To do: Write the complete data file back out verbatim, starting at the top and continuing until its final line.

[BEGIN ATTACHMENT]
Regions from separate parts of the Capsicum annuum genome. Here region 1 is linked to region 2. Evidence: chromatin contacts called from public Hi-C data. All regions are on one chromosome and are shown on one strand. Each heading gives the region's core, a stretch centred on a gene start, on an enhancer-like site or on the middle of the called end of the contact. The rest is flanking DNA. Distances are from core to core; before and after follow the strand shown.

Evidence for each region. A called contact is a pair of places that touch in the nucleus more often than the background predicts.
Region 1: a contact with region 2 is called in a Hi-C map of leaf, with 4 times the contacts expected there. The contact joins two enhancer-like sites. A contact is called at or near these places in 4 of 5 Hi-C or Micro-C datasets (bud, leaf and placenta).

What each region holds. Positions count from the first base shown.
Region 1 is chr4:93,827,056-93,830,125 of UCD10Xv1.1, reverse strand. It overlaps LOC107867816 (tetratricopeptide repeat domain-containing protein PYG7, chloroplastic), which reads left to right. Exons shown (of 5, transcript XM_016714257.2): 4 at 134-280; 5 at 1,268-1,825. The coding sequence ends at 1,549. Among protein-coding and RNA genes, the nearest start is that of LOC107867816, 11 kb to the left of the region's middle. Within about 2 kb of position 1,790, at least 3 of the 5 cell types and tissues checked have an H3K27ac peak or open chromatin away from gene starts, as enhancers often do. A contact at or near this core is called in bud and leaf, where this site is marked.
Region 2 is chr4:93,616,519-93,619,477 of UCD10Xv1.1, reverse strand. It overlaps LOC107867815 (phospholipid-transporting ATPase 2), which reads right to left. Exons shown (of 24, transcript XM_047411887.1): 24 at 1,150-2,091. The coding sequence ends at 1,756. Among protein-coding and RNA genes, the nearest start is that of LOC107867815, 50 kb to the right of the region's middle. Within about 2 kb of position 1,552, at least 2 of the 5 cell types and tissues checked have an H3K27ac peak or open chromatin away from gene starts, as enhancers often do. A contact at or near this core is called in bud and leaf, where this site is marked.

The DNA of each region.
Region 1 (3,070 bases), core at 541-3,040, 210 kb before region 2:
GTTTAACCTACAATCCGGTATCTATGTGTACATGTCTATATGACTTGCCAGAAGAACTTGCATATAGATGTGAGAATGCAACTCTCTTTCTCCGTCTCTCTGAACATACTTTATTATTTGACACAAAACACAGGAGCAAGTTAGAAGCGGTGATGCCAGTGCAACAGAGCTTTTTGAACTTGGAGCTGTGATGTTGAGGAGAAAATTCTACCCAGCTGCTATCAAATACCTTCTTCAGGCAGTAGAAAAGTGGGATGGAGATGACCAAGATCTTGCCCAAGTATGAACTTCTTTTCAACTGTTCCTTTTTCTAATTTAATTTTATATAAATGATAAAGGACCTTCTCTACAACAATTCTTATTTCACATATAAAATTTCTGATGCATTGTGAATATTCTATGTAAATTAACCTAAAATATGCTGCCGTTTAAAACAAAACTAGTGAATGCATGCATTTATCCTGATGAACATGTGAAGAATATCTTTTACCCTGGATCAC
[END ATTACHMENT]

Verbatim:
Regions from separate parts of the Capsicum annuum genome. Here region 1 is linked to region 2. Evidence: chromatin contacts called from public Hi-C data. All regions are on one chromosome and are shown on one strand. Each heading gives the region's core, a stretch centred on a gene start, on an enhancer-like site or on the middle of the called end of the contact. The rest is flanking DNA. Distances are from core to core; before and after follow the strand shown.

Evidence for each region. A called contact is a pair of places that touch in the nucleus more often than the background predicts.
Region 1: a contact with region 2 is called in a Hi-C map of leaf, with 4 times the contacts expected there. The contact joins two enhancer-like sites. A contact is called at or near these places in 4 of 5 Hi-C or Micro-C datasets (bud, leaf and placenta).

What each region holds. Positions count from the first base shown.
Region 1 is chr4:93,827,056-93,830,125 of UCD10Xv1.1, reverse strand. It overlaps LOC107867816 (tetratricopeptide repeat domain-containing protein PYG7, chloroplastic), which reads left to right. Exons shown (of 5, transcript XM_016714257.2): 4 at 134-280; 5 at 1,268-1,825. The coding sequence ends at 1,549. Among protein-coding and RNA genes, the nearest start is that of LOC107867816, 11 kb to the left of the region's middle. Within about 2 kb of position 1,790, at least 3 of the 5 cell types and tissues checked have an H3K27ac peak or open chromatin away from gene starts, as enhancers often do. A contact at or near this core is called in bud and leaf, where this site is marked.
Region 2 is chr4:93,616,519-93,619,477 of UCD10Xv1.1, reverse strand. It overlaps LOC107867815 (phospholipid-transporting ATPase 2), which reads right to left. Exons shown (of 24, transcript XM_047411887.1): 24 at 1,150-2,091. The coding sequence ends at 1,756. Among protein-coding and RNA genes, the nearest start is that of LOC107867815, 50 kb to the right of the region's middle. Within about 2 kb of position 1,552, at least 2 of the 5 cell types and tissues checked have an H3K27ac peak or open chromatin away from gene starts, as enhancers often do. A contact at or near this core is called in bud and leaf, where this site is marked.

The DNA of each region.
Region 1 (3,070 bases), core at 541-3,040, 210 kb before region 2:
GTTTAACCTACAATCCGGTATCTATGTGTACATGTCTATATGACTTGCCAGAAGAACTTGCATATAGATGTGAGAATGCAACTCTCTTTCTCCGTCTCTCTGAACATACTTTATTATTTGACACAAAACACAGGAGCAAGTTAGAAGCGGTGATGCCAGTGCAACAGAGCTTTTTGAACTTGGAGCTGTGATGTTGAGGAGAAAATTCTACCCAGCTGCTATCAAATACCTTCTTCAGGCAGTAGAAAAGTGGGATGGAGATGACCAAGATCTTGCCCAAGTATGAACTTCTTTTCAACTGTTCCTTTTTCTAATTTAATTTTATATAAATGATAAAGGACCTTCTCTACAACAATTCTTATTTCACATATAAAATTTCTGATGCATTGTGAATATTCTATGTAAATTAACCTAAAATATGCTGCCGTTTAAAACAAAACTAGTGAATGCATGCATTTATCCTGATGAACATGTGAAGAATATCTTTTACCCTGGATCAC